Man, I made the mistake of going to Engadgets circlejerk of a website and it just made me angry! The biased crap - even in the crappy blog posts!

Rim taking the Apple Route??
Pant Everything?
Get Sue, sue for everything publicity?
Sue everyone else to get publicity?

I don't think you could ever compare RIM to Apple. I'd say Mike Lazaridis is brilliant, and Steve Jobs is a joke who relied on shitty marketing. I GAVE credit where it was due, back when I owned an iMac that I loved at the time.

I'm intelligent enough to see it for what it is, and unlike EVERYONE ON THE ENTIRE PLANET (so it seems), I have no respect for Steve Jobs. He's NOT a visionary to me. And in fact, I hate typing his name in fear some idiot may decipher it as me paying any sort of homage (which I am certainly not).

I tend to pull the phone away from my ear if it's too loud, until I can turn down the volume. How does this act in that situation?

And interesting application of this can be, along with a queue from the accelerometer, the phone automatically turning to speaker phone when rested on a table. (assuming there is no headset attached/connected)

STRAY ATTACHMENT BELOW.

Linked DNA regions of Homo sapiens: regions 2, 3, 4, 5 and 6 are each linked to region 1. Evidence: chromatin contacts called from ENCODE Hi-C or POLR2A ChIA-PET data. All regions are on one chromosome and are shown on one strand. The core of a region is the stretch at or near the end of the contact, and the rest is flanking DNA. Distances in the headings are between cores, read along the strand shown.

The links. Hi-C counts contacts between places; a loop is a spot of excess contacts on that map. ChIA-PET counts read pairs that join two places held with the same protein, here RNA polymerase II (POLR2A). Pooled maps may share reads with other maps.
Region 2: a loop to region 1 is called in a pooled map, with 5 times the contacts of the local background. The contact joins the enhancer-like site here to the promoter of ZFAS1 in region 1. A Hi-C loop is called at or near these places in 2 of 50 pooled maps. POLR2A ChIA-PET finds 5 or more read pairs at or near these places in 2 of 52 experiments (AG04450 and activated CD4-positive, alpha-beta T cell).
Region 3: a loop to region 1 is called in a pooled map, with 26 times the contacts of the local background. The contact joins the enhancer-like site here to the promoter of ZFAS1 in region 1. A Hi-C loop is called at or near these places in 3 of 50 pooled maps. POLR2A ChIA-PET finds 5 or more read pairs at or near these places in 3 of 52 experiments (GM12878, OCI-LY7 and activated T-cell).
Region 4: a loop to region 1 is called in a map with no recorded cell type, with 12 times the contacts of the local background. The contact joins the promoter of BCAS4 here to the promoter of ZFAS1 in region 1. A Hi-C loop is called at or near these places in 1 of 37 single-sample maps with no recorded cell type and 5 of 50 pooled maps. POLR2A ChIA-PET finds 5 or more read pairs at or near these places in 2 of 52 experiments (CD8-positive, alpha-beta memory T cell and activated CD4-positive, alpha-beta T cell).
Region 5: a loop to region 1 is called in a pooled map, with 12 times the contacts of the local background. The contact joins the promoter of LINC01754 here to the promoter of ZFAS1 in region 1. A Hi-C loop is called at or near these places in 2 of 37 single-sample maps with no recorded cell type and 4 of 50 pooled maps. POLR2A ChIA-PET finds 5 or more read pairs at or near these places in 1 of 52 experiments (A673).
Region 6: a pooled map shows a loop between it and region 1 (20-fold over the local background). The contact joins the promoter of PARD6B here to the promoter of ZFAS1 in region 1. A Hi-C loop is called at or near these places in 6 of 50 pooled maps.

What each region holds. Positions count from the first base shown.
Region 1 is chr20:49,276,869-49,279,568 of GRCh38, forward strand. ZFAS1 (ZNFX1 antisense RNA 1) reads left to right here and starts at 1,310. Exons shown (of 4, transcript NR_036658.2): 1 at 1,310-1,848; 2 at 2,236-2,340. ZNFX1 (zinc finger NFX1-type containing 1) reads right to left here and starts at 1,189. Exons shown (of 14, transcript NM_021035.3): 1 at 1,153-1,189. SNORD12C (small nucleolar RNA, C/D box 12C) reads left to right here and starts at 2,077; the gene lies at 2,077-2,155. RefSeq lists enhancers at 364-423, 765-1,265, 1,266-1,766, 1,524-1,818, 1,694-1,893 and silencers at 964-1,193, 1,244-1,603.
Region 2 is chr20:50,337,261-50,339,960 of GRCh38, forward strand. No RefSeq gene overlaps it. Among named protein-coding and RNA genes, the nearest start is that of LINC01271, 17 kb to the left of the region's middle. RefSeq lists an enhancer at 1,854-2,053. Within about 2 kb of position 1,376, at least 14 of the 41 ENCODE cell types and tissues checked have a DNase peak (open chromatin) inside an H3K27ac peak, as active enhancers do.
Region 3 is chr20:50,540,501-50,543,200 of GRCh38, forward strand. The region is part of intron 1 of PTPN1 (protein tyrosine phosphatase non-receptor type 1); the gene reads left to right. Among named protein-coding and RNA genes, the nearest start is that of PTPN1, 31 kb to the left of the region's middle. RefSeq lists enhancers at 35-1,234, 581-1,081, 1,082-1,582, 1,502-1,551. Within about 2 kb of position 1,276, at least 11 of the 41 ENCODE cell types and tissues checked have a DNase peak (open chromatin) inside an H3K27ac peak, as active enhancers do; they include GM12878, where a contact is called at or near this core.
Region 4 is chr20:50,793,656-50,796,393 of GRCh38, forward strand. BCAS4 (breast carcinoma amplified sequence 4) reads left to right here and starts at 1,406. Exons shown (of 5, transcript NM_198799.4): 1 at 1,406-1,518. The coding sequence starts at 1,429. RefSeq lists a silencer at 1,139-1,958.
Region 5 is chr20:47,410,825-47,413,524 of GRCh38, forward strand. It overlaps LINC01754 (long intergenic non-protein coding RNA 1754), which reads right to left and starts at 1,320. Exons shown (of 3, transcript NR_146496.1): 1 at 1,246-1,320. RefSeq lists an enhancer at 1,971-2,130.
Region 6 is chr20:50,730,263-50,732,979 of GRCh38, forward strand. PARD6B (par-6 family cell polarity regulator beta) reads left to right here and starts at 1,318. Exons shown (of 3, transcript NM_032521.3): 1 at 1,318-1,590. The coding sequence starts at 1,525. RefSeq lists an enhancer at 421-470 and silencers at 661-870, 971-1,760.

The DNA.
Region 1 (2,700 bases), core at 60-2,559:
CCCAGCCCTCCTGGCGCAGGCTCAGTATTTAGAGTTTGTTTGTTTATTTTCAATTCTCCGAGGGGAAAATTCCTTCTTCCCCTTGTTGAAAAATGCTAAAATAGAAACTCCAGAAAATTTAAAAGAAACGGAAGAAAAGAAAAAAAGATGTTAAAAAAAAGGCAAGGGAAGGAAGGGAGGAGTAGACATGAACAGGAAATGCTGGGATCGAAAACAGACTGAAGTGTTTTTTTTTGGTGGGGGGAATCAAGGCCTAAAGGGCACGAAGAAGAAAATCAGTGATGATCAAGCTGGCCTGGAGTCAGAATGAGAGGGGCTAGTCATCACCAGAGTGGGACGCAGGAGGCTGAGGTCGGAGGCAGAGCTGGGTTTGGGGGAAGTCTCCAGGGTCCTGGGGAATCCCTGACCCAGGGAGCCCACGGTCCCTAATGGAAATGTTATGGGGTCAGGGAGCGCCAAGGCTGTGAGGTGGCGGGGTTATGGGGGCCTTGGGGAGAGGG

It's one of those little things but definitely something that can be built up upon.

Let me get this straight... a call is too loud, so I move the phone away from my head until it's comfortable. Then the phone detects I've done so, and compensates by making things louder.

Who's the monkey who thought this one up? Distance-from-head is a trivially easy way for a phone user to adjust volume without fiddling with any buttons.

Perhaps it could have a setting so that when it detects the phone is no longer near an ear, it defaults to speakerphone...seems pretty useful to me. Some may like the option.

Also why just think about the volume, it may also adjust other parameters of voice output. Also think about noisy environment where a user closes the phone to ear in effort of avoiding outside noise, and phone can understand it to pump up the volume and also adjust it's pitch etc to make it more audible in that noisy surrounding.